About the content. I thought the argument that mythopoetics is a perfect method for exploring complexity was very convincing – especially as you perform it so competently. It's a very congruent paper. It also has very strong affect – I can see why it would work equally well as a teaching method  - particularly in building community amongst pre-service teachers – it taps into and makes space for the all-so-human stuff  in ways that 'classroom management strategies 101' will never do.

Assoc Professor Affrica Taylor

 

 

Since retiring as a teacher educator, and after over 45 years working in education, I am now employed by schools to write stories about teachers, students and classrooms.

Why?

Classrooms are complex places. Teachers find ways of managing the complexity, and academics find ways of researching it, but I’ve always felt that there’s been something missing. We collect and analyse data, we talk to teachers and students about their experiences, we subject the various discourses to our critical gaze, and useful knowledge comes out of these different scholarly enterprises. But still there’s something missing.

I was a secondary English teacher, and the missing piece was actually sitting right under my nose. Literature. Stories. Poems. When they're informed by deep insight about the human condition, works of the imagination help us to understand the world we live in.  Yes, we need data-driven and discourse analysis to unearth aspects of a complex educational world. But we also need fiction: what the scholar James Macdonald called a mythopoetic methodology.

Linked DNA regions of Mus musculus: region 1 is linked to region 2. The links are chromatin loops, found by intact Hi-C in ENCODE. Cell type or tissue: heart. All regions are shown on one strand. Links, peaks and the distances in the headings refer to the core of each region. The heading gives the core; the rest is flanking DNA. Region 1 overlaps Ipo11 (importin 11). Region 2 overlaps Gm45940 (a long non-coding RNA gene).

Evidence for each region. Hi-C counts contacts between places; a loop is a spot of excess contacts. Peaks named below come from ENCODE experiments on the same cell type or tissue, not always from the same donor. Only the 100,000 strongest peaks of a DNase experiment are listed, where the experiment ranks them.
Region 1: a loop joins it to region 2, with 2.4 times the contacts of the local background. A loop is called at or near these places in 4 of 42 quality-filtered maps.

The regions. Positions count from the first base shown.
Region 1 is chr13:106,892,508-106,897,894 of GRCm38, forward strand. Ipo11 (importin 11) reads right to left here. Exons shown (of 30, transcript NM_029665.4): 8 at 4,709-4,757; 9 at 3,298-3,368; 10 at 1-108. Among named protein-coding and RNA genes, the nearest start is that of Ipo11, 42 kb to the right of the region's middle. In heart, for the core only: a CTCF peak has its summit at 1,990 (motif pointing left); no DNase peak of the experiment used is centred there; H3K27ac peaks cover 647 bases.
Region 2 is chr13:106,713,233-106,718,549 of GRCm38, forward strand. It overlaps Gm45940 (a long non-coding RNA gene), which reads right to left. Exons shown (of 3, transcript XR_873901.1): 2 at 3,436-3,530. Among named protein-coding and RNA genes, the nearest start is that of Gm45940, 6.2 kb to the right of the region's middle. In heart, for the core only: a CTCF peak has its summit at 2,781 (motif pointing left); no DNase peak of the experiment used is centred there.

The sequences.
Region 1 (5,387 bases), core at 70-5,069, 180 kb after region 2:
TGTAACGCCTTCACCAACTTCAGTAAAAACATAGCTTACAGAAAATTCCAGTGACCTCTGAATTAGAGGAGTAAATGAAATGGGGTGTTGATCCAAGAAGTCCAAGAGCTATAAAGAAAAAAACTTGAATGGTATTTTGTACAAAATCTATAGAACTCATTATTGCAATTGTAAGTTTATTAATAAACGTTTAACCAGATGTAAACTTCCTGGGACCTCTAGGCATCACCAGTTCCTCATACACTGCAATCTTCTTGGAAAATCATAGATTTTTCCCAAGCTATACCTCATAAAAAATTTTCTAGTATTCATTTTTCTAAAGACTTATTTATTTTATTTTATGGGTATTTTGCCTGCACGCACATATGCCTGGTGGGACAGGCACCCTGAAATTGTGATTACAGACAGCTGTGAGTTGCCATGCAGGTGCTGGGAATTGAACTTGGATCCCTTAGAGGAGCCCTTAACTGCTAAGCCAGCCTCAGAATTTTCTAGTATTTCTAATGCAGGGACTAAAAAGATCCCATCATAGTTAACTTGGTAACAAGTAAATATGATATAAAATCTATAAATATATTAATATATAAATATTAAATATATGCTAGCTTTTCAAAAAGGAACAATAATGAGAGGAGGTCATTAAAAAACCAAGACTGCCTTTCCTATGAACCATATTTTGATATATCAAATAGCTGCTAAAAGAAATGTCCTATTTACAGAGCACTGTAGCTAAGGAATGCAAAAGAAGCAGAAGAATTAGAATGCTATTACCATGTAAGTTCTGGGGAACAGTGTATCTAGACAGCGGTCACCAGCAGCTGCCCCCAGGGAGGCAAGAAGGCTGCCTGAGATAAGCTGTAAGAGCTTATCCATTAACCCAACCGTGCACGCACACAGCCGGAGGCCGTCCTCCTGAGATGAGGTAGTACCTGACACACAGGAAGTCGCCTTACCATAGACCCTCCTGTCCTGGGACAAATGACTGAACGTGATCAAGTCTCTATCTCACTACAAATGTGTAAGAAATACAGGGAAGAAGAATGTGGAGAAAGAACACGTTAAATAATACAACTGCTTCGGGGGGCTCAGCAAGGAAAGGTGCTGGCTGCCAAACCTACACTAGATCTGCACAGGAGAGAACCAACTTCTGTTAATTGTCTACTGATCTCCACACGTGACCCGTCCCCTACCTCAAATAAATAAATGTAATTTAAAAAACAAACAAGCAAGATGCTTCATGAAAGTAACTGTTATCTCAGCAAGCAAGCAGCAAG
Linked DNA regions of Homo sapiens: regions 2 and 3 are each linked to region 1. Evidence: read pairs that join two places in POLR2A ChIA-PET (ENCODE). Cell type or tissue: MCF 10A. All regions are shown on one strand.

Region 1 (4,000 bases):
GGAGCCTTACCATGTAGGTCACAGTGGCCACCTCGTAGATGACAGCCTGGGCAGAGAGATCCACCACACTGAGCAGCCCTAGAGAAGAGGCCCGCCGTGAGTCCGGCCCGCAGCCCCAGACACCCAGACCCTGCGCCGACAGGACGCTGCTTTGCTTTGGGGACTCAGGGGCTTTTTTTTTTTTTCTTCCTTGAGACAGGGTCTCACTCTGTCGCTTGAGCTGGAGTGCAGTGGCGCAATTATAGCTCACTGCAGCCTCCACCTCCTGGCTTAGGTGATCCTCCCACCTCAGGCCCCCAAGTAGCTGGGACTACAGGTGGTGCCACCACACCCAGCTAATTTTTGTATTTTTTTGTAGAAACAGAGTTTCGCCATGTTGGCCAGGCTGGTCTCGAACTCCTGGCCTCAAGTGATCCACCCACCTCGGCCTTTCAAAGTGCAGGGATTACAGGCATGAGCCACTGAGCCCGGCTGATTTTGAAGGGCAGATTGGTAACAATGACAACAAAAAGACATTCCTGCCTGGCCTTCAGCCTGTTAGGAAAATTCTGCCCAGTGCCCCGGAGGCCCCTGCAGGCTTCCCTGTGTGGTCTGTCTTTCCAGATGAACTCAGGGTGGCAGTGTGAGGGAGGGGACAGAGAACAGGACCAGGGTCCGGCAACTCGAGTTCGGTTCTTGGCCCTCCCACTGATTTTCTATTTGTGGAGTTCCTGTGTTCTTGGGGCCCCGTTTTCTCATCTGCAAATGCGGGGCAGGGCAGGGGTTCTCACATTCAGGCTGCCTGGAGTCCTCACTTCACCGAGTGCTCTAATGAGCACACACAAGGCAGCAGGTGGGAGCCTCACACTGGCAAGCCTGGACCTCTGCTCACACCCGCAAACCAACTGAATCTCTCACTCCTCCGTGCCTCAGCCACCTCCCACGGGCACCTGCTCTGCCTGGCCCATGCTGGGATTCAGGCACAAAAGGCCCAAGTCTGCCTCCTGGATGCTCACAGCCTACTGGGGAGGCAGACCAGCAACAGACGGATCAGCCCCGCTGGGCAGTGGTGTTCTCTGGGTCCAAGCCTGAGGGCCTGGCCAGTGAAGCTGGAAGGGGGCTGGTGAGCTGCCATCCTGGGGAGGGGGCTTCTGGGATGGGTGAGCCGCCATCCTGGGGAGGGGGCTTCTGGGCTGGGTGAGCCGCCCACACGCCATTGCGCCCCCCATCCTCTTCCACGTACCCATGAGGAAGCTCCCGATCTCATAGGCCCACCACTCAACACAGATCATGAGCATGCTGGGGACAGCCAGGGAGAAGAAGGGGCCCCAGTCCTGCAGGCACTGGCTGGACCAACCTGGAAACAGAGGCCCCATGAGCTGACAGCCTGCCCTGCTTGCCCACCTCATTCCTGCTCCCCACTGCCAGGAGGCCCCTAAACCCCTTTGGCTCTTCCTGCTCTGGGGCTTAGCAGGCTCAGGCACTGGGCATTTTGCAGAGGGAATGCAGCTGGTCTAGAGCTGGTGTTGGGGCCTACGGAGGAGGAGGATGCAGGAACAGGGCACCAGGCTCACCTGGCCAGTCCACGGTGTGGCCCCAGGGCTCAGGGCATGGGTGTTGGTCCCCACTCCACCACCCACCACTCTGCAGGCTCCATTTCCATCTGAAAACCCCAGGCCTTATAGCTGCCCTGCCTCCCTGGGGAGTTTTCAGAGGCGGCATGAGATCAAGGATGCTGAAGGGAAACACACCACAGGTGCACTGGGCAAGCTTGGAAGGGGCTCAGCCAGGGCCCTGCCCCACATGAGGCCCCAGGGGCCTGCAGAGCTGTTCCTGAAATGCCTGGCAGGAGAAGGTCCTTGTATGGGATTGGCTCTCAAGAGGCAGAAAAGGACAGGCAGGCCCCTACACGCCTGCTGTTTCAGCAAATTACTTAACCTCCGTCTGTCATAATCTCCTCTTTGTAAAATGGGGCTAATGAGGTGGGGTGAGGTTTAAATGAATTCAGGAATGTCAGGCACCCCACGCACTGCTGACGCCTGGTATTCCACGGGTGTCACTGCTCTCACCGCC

When I write a story about a classroom, I draw on many strands. I draw on my experience, which includes the insights gained through my relationships with literally thousands of students and hundreds of teachers in scores of classrooms. I draw on my knowledge of teachers' fears and hopes, conscious and unconscious. I draw on my observations as a teacher educator, and on my conversations with my many university students. And I draw on my imagination and intuition, both of which have been shaped by the years I’ve spent working and sharing ideas with teachers and students.